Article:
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Even Saban admits ’Bama-LSU a big game

– Even Nick Saban isn’t protesting too loudly that Alabama-LSU is just another game.

The stakes are too high, the recent meetings too competitive and the rivalry just too compelling.

“It’s probably hard for everybody to think that this is just another game,” Saban said.

For the top-ranked Crimson Tide’s laser-focused coach, that amounts to a monumental concession to what tonight’s meeting with the Tigers at Bryant-Denny Stadium means for both teams and fan bases.

For Alabama (8-0, 5-0 Southeastern Conference), it represents one of the biggest remaining hurdles toward a crack at a third consecutive national title.

LSU (7-2, 3-2) hopes to spoil that bid and still turn the season into something special despite losing to both Georgia and Mississippi by a field goal. Plus it’s Alabama.

Here are three things to watch in this SEC West showdown:

LSU receivers

Alabama’s secondary has typically been Saban’s pride and joy, but injuries and youth have turned the cornerback spot opposite Deion Belue into a revolving door of starters. LSU receivers Odell Beckham Jr. and Jarvis Landry have a combined 1,891 receiving yards and 16 touchdowns. Texas A&M’s Mike Evans torched the Tide for 279 yards early in the season. Saban calls both LSU receivers as good as any “you’re ever going to play against.”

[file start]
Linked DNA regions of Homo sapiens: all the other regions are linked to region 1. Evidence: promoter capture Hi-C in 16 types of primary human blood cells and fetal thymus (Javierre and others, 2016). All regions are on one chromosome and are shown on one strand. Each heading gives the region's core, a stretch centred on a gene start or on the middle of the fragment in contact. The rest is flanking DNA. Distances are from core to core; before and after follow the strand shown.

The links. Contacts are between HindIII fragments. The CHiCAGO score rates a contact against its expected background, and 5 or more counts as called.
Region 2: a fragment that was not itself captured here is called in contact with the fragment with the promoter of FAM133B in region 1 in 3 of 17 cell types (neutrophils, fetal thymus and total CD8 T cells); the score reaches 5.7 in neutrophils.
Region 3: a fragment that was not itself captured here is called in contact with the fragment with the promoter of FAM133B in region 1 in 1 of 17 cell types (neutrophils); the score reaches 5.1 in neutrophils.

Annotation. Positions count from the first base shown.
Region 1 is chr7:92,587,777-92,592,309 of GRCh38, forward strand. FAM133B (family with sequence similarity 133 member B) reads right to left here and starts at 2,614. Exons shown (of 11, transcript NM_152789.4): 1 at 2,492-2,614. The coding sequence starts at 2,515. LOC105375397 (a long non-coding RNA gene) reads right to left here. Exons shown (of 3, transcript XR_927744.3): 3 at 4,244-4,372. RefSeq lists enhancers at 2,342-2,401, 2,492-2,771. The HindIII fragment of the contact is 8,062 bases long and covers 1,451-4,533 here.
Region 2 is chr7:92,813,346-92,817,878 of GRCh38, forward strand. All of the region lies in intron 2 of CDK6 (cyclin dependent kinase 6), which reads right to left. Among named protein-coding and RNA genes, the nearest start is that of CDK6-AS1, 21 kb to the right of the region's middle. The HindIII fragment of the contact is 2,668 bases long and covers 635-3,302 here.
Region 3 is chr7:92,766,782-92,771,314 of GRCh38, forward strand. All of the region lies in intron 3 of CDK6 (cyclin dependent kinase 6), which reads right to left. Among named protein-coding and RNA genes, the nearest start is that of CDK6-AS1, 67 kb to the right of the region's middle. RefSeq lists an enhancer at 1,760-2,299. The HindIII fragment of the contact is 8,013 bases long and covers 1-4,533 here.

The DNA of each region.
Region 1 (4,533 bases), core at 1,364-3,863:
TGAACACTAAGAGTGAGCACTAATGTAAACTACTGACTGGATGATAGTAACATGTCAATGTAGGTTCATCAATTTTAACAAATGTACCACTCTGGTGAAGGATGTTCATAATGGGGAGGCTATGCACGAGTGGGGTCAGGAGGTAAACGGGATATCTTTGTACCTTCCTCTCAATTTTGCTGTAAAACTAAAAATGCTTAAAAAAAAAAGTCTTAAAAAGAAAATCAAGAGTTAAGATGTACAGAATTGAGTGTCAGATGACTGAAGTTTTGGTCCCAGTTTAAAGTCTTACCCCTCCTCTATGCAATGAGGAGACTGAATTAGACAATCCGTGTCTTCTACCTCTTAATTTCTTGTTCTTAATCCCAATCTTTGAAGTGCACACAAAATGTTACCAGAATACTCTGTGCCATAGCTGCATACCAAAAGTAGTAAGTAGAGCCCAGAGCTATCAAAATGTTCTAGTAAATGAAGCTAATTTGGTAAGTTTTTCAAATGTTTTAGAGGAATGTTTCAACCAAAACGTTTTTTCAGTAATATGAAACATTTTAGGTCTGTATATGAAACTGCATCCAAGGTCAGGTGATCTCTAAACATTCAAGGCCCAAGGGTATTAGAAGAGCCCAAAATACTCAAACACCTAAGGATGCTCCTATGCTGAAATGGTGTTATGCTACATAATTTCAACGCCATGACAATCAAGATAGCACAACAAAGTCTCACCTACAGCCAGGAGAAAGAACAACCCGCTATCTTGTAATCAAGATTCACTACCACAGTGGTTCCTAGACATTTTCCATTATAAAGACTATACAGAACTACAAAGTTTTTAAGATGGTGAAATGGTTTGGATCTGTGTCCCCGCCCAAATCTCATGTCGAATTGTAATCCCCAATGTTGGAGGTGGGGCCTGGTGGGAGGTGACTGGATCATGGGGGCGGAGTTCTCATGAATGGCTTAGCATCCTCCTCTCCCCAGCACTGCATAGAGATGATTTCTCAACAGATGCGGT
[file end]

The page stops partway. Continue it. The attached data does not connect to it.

QB battle

They’re two of the SEC’s most efficient, dangerous passers. Alabama’s AJ McCarron has the big-game reputation, but LSU’s Zach Mettenberger is poised to become the first LSU quarterback to pass for 2,500 yards in back-to-back seasons. McCarron has been steadily leading Alabama to big leads and hasn’t gone the distance much this season, keeping his numbers down some. He has thrown for 16 touchdowns against three interceptions. Mettenberger has thrown five interceptions in the past two games but only seven all season.

Third downs

Stopping LSU’s offense on third down plays has been every bit as hard for opponents as converting them against the Tide’s defense. The Tigers trail only Louisville nationally with a 57.6 percent success rate. Opposing offenses are converting just 29.5 percent of their chances against Alabama.